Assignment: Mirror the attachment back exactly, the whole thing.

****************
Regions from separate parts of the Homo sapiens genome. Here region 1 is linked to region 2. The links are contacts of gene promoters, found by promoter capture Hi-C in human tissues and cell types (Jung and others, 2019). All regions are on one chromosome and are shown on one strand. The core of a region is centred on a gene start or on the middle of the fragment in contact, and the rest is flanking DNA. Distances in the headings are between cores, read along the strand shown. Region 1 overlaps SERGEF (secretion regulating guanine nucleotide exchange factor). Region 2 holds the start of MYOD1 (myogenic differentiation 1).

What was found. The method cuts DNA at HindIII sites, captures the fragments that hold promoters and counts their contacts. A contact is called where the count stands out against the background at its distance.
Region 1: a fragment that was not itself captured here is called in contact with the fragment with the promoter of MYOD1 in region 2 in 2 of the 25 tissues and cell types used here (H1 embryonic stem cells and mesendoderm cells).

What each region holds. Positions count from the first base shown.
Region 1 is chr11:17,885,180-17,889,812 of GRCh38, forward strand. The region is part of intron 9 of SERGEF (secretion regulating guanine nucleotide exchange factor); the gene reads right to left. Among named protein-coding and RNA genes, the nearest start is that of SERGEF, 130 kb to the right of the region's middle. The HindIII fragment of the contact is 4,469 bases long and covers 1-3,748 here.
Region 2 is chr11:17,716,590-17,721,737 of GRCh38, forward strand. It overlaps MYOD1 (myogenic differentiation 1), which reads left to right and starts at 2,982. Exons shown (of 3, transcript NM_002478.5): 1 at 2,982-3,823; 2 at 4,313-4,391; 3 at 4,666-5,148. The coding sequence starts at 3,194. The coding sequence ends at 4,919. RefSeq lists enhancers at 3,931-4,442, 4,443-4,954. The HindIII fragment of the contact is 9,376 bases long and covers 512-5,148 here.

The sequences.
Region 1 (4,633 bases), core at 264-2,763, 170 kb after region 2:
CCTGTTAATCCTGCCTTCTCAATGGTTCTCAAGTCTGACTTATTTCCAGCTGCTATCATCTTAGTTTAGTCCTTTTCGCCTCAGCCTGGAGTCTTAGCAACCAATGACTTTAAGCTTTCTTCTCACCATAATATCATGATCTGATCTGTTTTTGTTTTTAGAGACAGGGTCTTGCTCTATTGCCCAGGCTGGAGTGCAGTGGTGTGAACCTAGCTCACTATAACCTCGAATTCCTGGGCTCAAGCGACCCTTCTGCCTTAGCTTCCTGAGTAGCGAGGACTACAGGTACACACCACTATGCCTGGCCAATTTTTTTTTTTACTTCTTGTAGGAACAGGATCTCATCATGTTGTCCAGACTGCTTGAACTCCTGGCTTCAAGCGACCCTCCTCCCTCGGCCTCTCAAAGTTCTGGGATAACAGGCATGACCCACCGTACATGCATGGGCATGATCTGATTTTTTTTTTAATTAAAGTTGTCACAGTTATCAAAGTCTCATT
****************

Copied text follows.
Regions from separate parts of the Homo sapiens genome. Here region 1 is linked to region 2. The links are contacts of gene promoters, found by promoter capture Hi-C in human tissues and cell types (Jung and others, 2019). All regions are on one chromosome and are shown on one strand. The core of a region is centred on a gene start or on the middle of the fragment in contact, and the rest is flanking DNA. Distances in the headings are between cores, read along the strand shown. Region 1 overlaps SERGEF (secretion regulating guanine nucleotide exchange factor). Region 2 holds the start of MYOD1 (myogenic differentiation 1).

What was found. The method cuts DNA at HindIII sites, captures the fragments that hold promoters and counts their contacts. A contact is called where the count stands out against the background at its distance.
Region 1: a fragment that was not itself captured here is called in contact with the fragment with the promoter of MYOD1 in region 2 in 2 of the 25 tissues and cell types used here (H1 embryonic stem cells and mesendoderm cells).

What each region holds. Positions count from the first base shown.
Region 1 is chr11:17,885,180-17,889,812 of GRCh38, forward strand. The region is part of intron 9 of SERGEF (secretion regulating guanine nucleotide exchange factor); the gene reads right to left. Among named protein-coding and RNA genes, the nearest start is that of SERGEF, 130 kb to the right of the region's middle. The HindIII fragment of the contact is 4,469 bases long and covers 1-3,748 here.
Region 2 is chr11:17,716,590-17,721,737 of GRCh38, forward strand. It overlaps MYOD1 (myogenic differentiation 1), which reads left to right and starts at 2,982. Exons shown (of 3, transcript NM_002478.5): 1 at 2,982-3,823; 2 at 4,313-4,391; 3 at 4,666-5,148. The coding sequence starts at 3,194. The coding sequence ends at 4,919. RefSeq lists enhancers at 3,931-4,442, 4,443-4,954. The HindIII fragment of the contact is 9,376 bases long and covers 512-5,148 here.

The sequences.
Region 1 (4,633 bases), core at 264-2,763, 170 kb after region 2:
CCTGTTAATCCTGCCTTCTCAATGGTTCTCAAGTCTGACTTATTTCCAGCTGCTATCATCTTAGTTTAGTCCTTTTCGCCTCAGCCTGGAGTCTTAGCAACCAATGACTTTAAGCTTTCTTCTCACCATAATATCATGATCTGATCTGTTTTTGTTTTTAGAGACAGGGTCTTGCTCTATTGCCCAGGCTGGAGTGCAGTGGTGTGAACCTAGCTCACTATAACCTCGAATTCCTGGGCTCAAGCGACCCTTCTGCCTTAGCTTCCTGAGTAGCGAGGACTACAGGTACACACCACTATGCCTGGCCAATTTTTTTTTTTACTTCTTGTAGGAACAGGATCTCATCATGTTGTCCAGACTGCTTGAACTCCTGGCTTCAAGCGACCCTCCTCCCTCGGCCTCTCAAAGTTCTGGGATAACAGGCATGACCCACCGTACATGCATGGGCATGATCTGATTTTTTTTTTAATTAAAGTTGTCACAGTTATCAAAGTCTCATT